Amari said US negotiators would be mistaken if they believe that Japan will make compromises during the next 2 weeks.
But the Japanese minister said he is willing to meet with his US counterpart after the working-level talks to make further efforts at ironing out differences.


Ma stresses need to regain trust in food safety

Apr. 14, 2015

Taiwanese President Ma Ying-jeou has stressed the need to restore Taiwanese consumers’ confidence in Japanese foods.
Ma made the comment in a news conference with the Japanese media in Taiwan on Tuesday, one day after Taiwan announced that it would tighten regulations on food imports from Japan, beginning as early as May.

The rules will include the provision of place-of-origin labels for Japanese food products. This is to make sure the products are free of radioactive contamination.

Taiwan already has an import ban on place for foods from 5 Japanese prefectures, including Fukushima, since the nuclear accident in 2011.

At the news conference, Ma referred to a revelation last month that foods from the 5 prefectures subject to the existing ban are being imported to Taiwan.

Ma said that consumers’ trust regarding the place of origin of Japanese foods must be restored. He said that if the trust is not regained soon, it could influence future business.

The president added that the import regulations will be neither too lax nor too strict, compared with other countries. He indicated that the regulations were determined by studying measures taken by other nations.

USA petition: Urgent! Block Fast Track of Trans Pacific Partnership NOW, Say NO to Radioactive Food from Japan: here.

From Japan Safety blog:

Taiwan tightens controls on Japan food imports, citing mislabeling — The Japan Times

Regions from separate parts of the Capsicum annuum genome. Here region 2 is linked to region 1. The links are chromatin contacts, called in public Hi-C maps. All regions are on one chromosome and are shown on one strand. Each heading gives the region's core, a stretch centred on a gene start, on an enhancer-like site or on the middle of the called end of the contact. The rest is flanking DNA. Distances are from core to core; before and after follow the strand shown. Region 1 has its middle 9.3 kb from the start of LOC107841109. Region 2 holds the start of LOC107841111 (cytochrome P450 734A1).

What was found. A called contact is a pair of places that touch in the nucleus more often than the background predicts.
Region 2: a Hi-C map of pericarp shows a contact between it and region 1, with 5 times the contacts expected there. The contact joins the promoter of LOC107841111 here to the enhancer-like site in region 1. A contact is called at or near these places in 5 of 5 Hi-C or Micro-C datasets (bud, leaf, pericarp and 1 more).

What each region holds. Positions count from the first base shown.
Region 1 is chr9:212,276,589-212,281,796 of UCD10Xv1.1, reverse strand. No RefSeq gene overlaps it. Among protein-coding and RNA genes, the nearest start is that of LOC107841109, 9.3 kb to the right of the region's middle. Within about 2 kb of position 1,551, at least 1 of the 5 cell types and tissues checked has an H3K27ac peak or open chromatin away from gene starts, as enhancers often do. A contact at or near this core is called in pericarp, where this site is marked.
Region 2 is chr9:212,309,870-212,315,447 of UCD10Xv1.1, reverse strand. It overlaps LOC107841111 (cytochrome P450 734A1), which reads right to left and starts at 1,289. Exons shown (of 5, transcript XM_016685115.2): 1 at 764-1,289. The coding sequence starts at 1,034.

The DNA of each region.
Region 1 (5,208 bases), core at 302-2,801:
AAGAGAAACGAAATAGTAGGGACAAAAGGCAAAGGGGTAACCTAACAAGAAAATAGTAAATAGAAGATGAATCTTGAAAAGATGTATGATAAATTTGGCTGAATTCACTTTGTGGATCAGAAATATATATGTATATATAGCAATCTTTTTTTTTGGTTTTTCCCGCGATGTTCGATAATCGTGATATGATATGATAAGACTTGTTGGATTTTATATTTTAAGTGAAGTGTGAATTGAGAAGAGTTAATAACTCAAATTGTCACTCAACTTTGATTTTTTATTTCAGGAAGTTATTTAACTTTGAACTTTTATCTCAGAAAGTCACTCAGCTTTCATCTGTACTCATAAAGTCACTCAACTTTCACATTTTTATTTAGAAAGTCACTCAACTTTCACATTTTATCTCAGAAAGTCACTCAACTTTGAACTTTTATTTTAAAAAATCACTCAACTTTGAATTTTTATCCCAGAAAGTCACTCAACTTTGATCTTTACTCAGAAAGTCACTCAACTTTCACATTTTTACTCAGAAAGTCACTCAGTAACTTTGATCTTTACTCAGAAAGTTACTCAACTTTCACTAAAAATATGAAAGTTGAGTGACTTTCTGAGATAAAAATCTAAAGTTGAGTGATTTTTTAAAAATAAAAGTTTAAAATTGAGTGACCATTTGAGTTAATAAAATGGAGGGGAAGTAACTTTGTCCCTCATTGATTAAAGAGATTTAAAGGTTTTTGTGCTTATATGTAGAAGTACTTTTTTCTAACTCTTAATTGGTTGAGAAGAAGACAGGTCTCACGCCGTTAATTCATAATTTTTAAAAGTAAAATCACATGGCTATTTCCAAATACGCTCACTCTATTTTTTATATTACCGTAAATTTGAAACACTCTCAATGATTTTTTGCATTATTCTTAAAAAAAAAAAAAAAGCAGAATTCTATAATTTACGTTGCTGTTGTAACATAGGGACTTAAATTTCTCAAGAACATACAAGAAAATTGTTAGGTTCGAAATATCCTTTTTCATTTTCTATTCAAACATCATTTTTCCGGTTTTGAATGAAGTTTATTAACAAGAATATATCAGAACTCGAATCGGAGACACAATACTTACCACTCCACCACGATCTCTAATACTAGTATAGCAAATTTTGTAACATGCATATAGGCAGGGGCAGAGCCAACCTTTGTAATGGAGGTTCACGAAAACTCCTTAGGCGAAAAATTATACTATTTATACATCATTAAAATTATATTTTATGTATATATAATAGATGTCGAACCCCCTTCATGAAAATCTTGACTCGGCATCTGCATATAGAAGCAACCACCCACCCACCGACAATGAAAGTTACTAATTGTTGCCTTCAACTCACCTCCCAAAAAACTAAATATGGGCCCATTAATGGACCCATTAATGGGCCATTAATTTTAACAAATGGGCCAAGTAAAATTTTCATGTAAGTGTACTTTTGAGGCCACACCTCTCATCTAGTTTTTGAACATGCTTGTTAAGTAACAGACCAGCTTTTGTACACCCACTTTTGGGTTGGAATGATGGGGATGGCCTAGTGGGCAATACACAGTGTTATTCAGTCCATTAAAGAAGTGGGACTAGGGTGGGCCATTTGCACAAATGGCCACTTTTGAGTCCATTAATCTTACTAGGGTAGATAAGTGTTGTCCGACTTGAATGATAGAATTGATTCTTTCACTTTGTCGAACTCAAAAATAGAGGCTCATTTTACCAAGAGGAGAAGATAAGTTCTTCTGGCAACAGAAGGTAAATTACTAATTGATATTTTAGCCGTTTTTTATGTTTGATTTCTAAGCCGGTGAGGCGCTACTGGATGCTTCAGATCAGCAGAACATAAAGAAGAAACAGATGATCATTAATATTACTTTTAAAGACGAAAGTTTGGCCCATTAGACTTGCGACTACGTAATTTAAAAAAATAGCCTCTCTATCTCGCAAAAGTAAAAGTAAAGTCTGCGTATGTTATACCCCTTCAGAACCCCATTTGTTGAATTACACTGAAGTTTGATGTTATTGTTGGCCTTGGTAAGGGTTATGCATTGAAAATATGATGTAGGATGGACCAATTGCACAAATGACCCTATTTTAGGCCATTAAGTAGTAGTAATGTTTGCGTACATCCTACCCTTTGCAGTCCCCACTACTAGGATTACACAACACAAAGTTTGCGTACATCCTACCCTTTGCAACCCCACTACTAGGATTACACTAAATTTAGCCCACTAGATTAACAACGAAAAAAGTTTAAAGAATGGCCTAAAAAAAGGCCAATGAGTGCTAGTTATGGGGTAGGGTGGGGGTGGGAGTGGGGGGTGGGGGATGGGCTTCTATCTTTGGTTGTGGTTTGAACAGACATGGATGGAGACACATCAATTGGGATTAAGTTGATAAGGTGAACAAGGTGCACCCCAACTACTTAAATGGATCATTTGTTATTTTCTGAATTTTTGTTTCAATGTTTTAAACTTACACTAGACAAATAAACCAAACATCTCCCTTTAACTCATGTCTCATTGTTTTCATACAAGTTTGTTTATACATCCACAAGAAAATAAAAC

May 15, 2015 by Melanie

And it looks like the U.S. isn’t the only country concerned with contamination of its Japanese food imports.

The Japan Times: ”TAIPEI – Taiwan imposed new restrictions on food imported from Japan on Friday after hundreds of products were recalled over labels that disguised the fact that they came from areas affected by the nuclear crisis at Tepco’s Fukushima No. 1 plant.

Taiwan banned Japanese food imports from five prefectures including Fukushima in March 2011, a few weeks after the triple meltdown occurred and radioactive particles were detected in some imports.

Starting Friday, all food imports from Japan will be required to carry certificates proving that they are not from the five banned areas, while some will also need “radiation inspection certificates,” according to the Taiwan’s Ministry of Health and Welfare.

In March, Taiwanese authorities recalled hundreds of Japanese food items that had falsified labels hiding the fact that they came from regions affected by radioactive fallout, they said.

“The measures are necessary to . . . protect Taiwanese consumers’ health and welfare. The government and (food) companies should work together to provide safe food products,” the ministry said in a statement.